Ugly Christmas sweaters holiday’s new tradition

Canadian Press, december 7, 2015

VANCOUVER — For years, sweaters bristling with bells, lights, appliqued Santa Clauses, snowmen and reindeer were mocked as the exclusive province of the tasteless at Christmas.


But the tide is turning and the ugly Christmas sweater has become the season’s newest tradition and continues to grow.


“Right after Halloween we bring in the ugly Christmas sweaters,” said Tracy Lynn, the manager of Used House of Vintage, where street-level signs — one brandished by a man in a Mr. Peanut costume — tell Vancouver shoppers they can find “5,000 ugly Christmas sweaters upstairs.”


“It goes up every year. It’s definitely up this year,” Lynn said of the amount of merchandise her store was selling.


“We’re selling more, sooner, earlier in the season than we were last year.”


Both Lynn and Stephen Peever, who mans a sidewalk stall, Ugly Christmas Sweaters, say demand had increased markedly in the past three or four years. They attributed that growth to more people having office and house parties featuring ugly Christmas sweaters.


“Typical day, I probably sell 15 to 20, on a good day, maybe 30,” said Peever, at his stall at the corner of Granville and Robson streets in Vancouver. “People love them, and I can thank grandmothers around the world for that. It’s really fun when you see somebody’s face just light up at the atrociousness of a sweater.”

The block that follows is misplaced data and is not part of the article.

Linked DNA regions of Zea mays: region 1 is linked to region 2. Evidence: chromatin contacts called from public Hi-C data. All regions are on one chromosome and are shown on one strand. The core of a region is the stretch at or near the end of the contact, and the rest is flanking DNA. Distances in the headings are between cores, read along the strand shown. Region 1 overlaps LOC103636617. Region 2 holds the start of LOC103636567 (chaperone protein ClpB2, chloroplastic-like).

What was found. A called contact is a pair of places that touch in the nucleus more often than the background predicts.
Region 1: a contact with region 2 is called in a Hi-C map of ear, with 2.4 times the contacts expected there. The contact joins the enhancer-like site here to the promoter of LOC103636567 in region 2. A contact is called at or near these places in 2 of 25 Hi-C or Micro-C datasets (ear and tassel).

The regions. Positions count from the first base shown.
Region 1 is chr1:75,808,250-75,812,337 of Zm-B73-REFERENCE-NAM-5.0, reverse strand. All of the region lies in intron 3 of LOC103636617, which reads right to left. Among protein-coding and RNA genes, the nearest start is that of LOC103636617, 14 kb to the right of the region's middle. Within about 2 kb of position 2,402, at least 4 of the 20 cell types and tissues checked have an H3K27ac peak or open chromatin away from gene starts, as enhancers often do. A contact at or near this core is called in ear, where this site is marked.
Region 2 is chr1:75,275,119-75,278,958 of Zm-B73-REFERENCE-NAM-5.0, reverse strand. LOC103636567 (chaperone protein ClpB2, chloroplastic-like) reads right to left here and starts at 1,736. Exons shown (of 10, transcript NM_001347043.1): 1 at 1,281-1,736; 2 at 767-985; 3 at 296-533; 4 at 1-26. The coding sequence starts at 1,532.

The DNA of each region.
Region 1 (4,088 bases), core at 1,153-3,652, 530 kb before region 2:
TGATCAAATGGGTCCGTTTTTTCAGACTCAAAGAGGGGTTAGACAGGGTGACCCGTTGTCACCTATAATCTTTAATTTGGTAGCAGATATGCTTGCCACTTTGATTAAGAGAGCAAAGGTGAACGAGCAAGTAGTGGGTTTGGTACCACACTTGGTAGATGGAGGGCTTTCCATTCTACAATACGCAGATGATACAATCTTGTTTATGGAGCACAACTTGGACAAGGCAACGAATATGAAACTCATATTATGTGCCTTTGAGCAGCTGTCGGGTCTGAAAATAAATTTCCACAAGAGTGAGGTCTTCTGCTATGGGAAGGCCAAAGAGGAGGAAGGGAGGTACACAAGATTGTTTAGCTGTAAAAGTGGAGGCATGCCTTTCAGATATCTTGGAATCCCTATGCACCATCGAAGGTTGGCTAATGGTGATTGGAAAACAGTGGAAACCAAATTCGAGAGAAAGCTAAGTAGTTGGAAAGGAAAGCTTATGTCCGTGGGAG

His own stock featured crowds of apparently cloned Clauses, some rendered in rayon, others with fluffy beards, jingling bells, stampedes of reindeer, a sweater with four Santas cavorting on candy-cane ice skates and another with a family of three snow people, each of whom had lost a coal-lump eye, leaving them unsettling snow-cyclopses.


Most of the sweaters at Peever’s stall sell for $30. Exceptional items — busier, tackier, more elaborate — are $40. He also offers T-shirts and sweatshirts with printed seasonal designs.


“They’re tacky, they’re good, they’re cool,” said customer Daigen Taylor just after buying two sweaters from the stall.


“I figured I’d grab a couple. We’ve got some family coming down for Christmas. We’ll get some good pictures with some ugly sweaters and send them to family.”


Lisa Mitchell said she was hoping to find a similar pair as she looked through sweaters stacked six deep: “For me and my husband. I think I’m going to get us matching ones.”


But that could prove difficult. Although his-and-hers sets exist, they seldom remain together.


“I had one girl ask if anybody else would have the same sweater,” Peever said. “Very seldom do I ever get duplicates. People want a match. I have to say I don’t know if I can do that. They are like snowflakes — unique,” Peever said.


But even as their popularity grows, some people aren’t in on the joke.


“I’ve had some grandmother types come down and say, ‘Oh, that’s not ugly. That’s just a nice sweater,’” said Peever. “Thank you for the trend. You’re the one who started it.”